In the six years after the devastating Northridge earthquake, the U.S. Department of Housing and Urban Development sold 18 units in a 50-unit condominium complex in North Hills that was so badly damaged in the quake that two private engineering reports called for much of the development to be torn down and rebuilt.
Some of the homes in the Nordhoff Townhomes complex at 9047 Langdon Avenue were sold to investors hoping to snap up properties at bargain prices. Others were sold to buyers who said they were never told about the condition of the property.
"I was shocked that the federal government would allow property to be sold and not think about the consequences," said Myron Mikkelson, 50. "You have a government selling you property that's not worth the money you paid for it."
Top HUD officials say that the agency, like some homeowners, was in the dark about the questions raised regarding the structural integrity of the complex.
HUD officials said they did not learn of the engineering reports--written in 1995 and 1999--until last month.
"This is of concern to us," said William Apgar, federal housing commissioner with HUD in Washington. "We were not aware of the damage. . . . We had no indication.
"Now that we're aware, we will not be putting more people in this building."
The Federal Housing Administration, an arm of HUD, insures mortgages for buyers who might otherwise be shut out of the housing market, such as those with little or no money for a down payment or with checkered credit records. Last year, 80% of the FHA's loans went to first-time buyers, while 38% of FHA's borrowers were members of minority groups. When a buyer defaults on a loan, which has occurred 19 times at the Nordhoff Townhomes complex since the earthquake, HUD pays off the lender and takes back the property.
Some attorneys and quake assistance groups say the problem facing the homeowners at Nordhoff goes beyond HUD-owned homes, to properties throughout the San Fernando Valley.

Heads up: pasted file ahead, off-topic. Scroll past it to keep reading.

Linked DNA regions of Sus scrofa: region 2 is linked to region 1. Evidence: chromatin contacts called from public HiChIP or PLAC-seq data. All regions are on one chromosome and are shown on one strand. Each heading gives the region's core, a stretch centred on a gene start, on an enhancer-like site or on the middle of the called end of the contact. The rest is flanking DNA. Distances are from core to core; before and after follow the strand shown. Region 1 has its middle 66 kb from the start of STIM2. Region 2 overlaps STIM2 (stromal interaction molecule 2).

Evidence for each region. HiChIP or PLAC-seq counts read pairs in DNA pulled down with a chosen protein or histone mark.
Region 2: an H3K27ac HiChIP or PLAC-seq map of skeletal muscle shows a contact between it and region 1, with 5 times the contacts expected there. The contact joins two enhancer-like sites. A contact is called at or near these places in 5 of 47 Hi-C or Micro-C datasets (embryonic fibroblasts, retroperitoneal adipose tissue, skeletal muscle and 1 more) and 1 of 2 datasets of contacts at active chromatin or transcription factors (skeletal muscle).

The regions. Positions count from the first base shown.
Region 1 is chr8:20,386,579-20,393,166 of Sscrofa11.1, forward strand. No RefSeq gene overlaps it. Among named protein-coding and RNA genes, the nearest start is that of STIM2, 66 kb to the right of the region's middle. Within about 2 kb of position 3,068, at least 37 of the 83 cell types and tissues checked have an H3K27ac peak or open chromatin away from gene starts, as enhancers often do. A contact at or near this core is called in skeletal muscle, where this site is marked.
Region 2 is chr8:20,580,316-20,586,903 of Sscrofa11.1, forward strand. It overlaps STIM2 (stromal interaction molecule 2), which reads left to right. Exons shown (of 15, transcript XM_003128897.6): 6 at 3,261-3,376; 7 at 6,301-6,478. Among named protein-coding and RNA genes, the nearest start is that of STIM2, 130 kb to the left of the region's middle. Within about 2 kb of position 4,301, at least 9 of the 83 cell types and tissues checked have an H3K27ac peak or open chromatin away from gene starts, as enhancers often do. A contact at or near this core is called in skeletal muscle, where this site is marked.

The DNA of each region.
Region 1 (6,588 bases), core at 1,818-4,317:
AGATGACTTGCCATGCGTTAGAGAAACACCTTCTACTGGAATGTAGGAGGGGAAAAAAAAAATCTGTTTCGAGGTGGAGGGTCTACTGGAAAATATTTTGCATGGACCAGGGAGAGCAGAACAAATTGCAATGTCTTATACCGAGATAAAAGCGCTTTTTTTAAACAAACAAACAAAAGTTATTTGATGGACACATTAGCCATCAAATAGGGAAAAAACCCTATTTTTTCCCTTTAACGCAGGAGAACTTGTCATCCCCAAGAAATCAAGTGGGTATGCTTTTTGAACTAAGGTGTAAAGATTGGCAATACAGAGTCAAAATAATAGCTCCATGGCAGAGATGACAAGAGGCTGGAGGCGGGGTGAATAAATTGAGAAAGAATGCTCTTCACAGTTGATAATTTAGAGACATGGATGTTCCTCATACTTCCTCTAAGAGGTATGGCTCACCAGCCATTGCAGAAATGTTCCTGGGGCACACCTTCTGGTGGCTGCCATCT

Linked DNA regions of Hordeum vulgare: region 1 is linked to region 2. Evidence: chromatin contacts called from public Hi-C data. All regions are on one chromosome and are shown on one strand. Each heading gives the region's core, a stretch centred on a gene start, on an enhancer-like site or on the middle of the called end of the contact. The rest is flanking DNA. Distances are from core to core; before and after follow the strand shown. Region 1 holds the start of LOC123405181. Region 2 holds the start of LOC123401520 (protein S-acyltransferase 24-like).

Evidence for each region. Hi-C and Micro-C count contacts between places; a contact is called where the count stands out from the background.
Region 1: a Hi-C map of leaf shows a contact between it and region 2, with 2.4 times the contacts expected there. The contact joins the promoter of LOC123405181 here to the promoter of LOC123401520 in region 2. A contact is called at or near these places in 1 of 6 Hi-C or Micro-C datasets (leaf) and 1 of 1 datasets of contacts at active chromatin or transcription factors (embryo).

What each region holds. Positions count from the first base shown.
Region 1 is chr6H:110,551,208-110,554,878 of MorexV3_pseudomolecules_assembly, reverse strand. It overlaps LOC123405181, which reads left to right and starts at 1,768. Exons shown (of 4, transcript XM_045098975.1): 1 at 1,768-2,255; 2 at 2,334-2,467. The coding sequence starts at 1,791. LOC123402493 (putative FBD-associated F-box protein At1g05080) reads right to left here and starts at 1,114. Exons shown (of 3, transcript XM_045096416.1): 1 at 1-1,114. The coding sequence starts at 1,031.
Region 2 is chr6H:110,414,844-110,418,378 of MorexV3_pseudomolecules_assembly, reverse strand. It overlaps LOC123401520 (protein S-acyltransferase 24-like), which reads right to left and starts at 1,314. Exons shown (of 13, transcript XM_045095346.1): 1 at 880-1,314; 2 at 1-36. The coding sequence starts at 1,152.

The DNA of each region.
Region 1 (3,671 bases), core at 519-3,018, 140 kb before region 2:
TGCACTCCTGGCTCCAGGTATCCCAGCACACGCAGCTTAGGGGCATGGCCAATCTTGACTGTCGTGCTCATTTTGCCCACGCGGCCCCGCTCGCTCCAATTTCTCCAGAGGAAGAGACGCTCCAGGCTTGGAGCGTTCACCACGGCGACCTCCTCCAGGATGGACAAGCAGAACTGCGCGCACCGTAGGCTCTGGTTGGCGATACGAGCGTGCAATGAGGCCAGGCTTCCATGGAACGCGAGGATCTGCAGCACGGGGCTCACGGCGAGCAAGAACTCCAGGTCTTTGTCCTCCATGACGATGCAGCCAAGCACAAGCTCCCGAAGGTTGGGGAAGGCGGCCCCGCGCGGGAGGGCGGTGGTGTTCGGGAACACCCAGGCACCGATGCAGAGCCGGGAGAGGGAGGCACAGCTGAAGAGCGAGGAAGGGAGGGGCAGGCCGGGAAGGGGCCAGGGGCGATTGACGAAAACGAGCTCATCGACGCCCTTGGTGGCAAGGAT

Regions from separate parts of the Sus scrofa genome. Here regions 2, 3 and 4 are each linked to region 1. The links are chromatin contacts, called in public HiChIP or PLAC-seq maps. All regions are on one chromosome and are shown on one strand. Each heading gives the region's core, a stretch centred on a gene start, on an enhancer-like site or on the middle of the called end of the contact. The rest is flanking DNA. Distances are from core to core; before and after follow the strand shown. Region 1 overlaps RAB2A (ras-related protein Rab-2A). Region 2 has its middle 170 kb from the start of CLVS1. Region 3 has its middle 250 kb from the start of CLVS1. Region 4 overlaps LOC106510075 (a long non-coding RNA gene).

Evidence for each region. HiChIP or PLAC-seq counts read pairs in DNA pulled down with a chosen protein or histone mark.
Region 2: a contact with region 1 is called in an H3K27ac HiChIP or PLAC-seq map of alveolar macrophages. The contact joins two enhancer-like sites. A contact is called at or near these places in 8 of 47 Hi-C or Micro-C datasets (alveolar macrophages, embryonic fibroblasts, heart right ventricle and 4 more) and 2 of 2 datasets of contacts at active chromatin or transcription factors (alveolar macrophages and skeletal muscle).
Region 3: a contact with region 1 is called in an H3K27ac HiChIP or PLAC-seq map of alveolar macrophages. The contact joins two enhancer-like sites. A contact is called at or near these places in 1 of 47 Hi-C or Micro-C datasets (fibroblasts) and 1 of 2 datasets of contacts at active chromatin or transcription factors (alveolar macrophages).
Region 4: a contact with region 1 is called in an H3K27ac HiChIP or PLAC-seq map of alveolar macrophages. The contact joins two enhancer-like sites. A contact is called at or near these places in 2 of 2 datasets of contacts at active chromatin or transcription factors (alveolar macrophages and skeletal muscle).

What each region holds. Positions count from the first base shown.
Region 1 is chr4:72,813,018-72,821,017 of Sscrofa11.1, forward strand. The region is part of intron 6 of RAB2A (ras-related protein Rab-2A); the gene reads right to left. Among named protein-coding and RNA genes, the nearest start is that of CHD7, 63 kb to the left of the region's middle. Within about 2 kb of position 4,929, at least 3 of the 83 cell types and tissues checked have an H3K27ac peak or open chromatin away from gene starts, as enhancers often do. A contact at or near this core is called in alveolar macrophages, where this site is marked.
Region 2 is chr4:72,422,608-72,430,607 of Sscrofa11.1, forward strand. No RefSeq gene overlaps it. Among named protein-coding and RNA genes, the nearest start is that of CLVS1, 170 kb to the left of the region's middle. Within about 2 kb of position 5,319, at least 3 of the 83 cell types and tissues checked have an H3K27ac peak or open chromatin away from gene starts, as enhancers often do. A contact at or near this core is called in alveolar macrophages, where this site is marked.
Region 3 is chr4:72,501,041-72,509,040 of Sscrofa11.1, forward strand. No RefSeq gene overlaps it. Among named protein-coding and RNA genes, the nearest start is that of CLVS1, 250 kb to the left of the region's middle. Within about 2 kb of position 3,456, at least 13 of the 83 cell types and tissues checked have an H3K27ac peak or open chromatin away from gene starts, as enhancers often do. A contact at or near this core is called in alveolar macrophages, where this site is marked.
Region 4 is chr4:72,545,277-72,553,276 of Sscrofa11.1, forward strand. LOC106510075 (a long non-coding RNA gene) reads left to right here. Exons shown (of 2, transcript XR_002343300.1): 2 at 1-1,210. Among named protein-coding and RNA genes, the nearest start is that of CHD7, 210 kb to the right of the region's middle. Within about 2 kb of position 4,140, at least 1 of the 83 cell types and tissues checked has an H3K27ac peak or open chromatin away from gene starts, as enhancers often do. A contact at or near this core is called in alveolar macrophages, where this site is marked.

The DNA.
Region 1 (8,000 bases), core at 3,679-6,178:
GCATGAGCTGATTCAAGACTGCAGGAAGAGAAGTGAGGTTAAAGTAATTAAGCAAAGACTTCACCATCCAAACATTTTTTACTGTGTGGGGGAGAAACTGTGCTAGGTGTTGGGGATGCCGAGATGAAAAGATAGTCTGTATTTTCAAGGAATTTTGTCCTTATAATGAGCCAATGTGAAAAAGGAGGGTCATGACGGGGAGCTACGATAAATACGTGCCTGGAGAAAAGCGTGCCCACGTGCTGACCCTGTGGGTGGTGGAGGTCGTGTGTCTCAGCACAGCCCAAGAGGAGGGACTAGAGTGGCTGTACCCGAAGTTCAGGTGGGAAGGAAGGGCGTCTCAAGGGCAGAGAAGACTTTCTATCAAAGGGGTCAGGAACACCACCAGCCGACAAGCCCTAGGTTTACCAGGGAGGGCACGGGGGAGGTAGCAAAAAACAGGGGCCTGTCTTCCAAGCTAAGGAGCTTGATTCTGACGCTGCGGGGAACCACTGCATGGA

"One of the things we've seen over and over again is all kinds of sales being made in which no one pulled up the carpet to check to see that the slab was cracked," said George Kehrer, executive director of CARE, a nonprofit group that has assisted quake victims. "You've started seeing the tip of the iceberg now."
HUD's own policies clearly state that the agency, which has helped millions of low-income and minority renters become homeowners by guaranteeing mortgages, will not accept damaged goods. After a borrower defaults on a HUD-backed loan, the lender (typically a bank or mortgage company) is required to correct any known defects before transferring ownership to HUD.
HUD officials noted that lenders kept issuing mortgages for units in the complex--for HUD-backed units as well as other units--throughout the last six years.
Beyond that, HUD officials insist that the agency discloses any problems that it knows about, and encourages prospective buyers to hire private inspectors before closing a deal. However, the homeowners interviewed by The Times said no one mentioned getting an inspection to them.
Before HUD units are sold, appraisers, who work under contract for the agency or the lender, are required to report "any defects identified or observed to us and to the buyer," Apgar said. "They're also supposed to check any records to see if there are any actions."
The Nordhoff Townhomes Homeowners Assn. filed a lawsuit in 1998 against an affiliate of Farmers Insurance Group, seeking money to rebuild the complex and detailing the structural problems. But HUD officials say their appraisers do not check court records for civil suits.
They say that if a property is beyond redemption it is taken off the market--as the North Hills complex was last month.
"Now that we're aware of this, we are making sure that no [additional] sales would be made, which has been our policy all along," Apgar said.
Some homeowners said they were amazed that HUD could have been ignorant of the problems with the complex, built in 1979, saying there were many distress signals.
The property was green-tagged as safe to occupy immediately after the earthquake, according to the Los Angeles Department of Building and Safety. But city officials at the time were racing to inspect buildings, and in the months after the quake more problems surfaced.
One key area of concern was the concrete roof of the underground garage, which served as the foundation for 24 units in buildings A and B of the complex.
The homeowners association commissioned a report that recommended that the concrete roof and supporting columns "be removed and replaced." The report was issued in December 1995 by the civil engineering firm of Carmichael and Associates.
A second report, issued Sept. 21, 1999, by a Santa Monica civil engineering company, declared that the "elevated concrete slab of the parking garage for buildings A and B suffered permanent structural damage as a result of . . . the Northridge earthquake."